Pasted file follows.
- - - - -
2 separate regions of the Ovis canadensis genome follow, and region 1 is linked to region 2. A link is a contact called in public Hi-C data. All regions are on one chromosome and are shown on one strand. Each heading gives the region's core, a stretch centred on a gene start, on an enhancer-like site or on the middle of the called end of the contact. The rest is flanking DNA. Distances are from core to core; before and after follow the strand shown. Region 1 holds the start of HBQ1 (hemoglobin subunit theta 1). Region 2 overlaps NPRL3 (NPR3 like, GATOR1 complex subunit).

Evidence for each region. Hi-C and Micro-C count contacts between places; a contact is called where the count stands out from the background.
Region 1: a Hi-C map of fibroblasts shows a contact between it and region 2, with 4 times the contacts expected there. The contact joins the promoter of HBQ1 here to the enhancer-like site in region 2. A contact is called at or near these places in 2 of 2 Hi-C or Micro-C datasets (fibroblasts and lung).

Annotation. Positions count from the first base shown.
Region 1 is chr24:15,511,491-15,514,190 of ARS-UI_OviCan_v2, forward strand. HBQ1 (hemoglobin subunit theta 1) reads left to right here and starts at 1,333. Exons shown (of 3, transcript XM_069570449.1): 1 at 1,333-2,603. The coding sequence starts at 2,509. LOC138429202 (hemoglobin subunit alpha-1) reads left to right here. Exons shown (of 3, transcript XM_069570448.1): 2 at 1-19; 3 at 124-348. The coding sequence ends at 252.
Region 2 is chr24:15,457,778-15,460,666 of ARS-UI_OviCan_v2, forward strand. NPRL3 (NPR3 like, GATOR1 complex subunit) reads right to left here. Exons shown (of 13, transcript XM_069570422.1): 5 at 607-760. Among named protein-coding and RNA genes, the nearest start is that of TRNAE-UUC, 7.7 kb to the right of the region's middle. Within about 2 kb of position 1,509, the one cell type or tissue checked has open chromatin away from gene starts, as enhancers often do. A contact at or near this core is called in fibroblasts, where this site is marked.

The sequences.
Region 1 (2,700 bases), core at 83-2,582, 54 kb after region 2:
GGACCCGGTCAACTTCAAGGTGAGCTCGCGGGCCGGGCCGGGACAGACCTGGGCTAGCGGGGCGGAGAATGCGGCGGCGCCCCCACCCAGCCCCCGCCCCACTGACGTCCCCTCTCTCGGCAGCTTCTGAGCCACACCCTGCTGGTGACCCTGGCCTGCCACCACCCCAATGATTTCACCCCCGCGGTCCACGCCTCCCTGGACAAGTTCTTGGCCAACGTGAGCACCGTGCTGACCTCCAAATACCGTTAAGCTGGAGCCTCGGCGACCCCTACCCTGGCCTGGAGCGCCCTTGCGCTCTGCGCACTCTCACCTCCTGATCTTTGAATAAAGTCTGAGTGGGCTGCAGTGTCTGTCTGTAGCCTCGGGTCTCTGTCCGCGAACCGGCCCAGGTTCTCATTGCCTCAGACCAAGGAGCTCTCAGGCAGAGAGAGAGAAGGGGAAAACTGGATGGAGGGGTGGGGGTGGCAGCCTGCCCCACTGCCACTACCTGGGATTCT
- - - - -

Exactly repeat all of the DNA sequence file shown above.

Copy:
2 separate regions of the Ovis canadensis genome follow, and region 1 is linked to region 2. A link is a contact called in public Hi-C data. All regions are on one chromosome and are shown on one strand. Each heading gives the region's core, a stretch centred on a gene start, on an enhancer-like site or on the middle of the called end of the contact. The rest is flanking DNA. Distances are from core to core; before and after follow the strand shown. Region 1 holds the start of HBQ1 (hemoglobin subunit theta 1). Region 2 overlaps NPRL3 (NPR3 like, GATOR1 complex subunit).

Evidence for each region. Hi-C and Micro-C count contacts between places; a contact is called where the count stands out from the background.
Region 1: a Hi-C map of fibroblasts shows a contact between it and region 2, with 4 times the contacts expected there. The contact joins the promoter of HBQ1 here to the enhancer-like site in region 2. A contact is called at or near these places in 2 of 2 Hi-C or Micro-C datasets (fibroblasts and lung).

Annotation. Positions count from the first base shown.
Region 1 is chr24:15,511,491-15,514,190 of ARS-UI_OviCan_v2, forward strand. HBQ1 (hemoglobin subunit theta 1) reads left to right here and starts at 1,333. Exons shown (of 3, transcript XM_069570449.1): 1 at 1,333-2,603. The coding sequence starts at 2,509. LOC138429202 (hemoglobin subunit alpha-1) reads left to right here. Exons shown (of 3, transcript XM_069570448.1): 2 at 1-19; 3 at 124-348. The coding sequence ends at 252.
Region 2 is chr24:15,457,778-15,460,666 of ARS-UI_OviCan_v2, forward strand. NPRL3 (NPR3 like, GATOR1 complex subunit) reads right to left here. Exons shown (of 13, transcript XM_069570422.1): 5 at 607-760. Among named protein-coding and RNA genes, the nearest start is that of TRNAE-UUC, 7.7 kb to the right of the region's middle. Within about 2 kb of position 1,509, the one cell type or tissue checked has open chromatin away from gene starts, as enhancers often do. A contact at or near this core is called in fibroblasts, where this site is marked.

The sequences.
Region 1 (2,700 bases), core at 83-2,582, 54 kb after region 2:
GGACCCGGTCAACTTCAAGGTGAGCTCGCGGGCCGGGCCGGGACAGACCTGGGCTAGCGGGGCGGAGAATGCGGCGGCGCCCCCACCCAGCCCCCGCCCCACTGACGTCCCCTCTCTCGGCAGCTTCTGAGCCACACCCTGCTGGTGACCCTGGCCTGCCACCACCCCAATGATTTCACCCCCGCGGTCCACGCCTCCCTGGACAAGTTCTTGGCCAACGTGAGCACCGTGCTGACCTCCAAATACCGTTAAGCTGGAGCCTCGGCGACCCCTACCCTGGCCTGGAGCGCCCTTGCGCTCTGCGCACTCTCACCTCCTGATCTTTGAATAAAGTCTGAGTGGGCTGCAGTGTCTGTCTGTAGCCTCGGGTCTCTGTCCGCGAACCGGCCCAGGTTCTCATTGCCTCAGACCAAGGAGCTCTCAGGCAGAGAGAGAGAAGGGGAAAACTGGATGGAGGGGTGGGGGTGGCAGCCTGCCCCACTGCCACTACCTGGGATTCT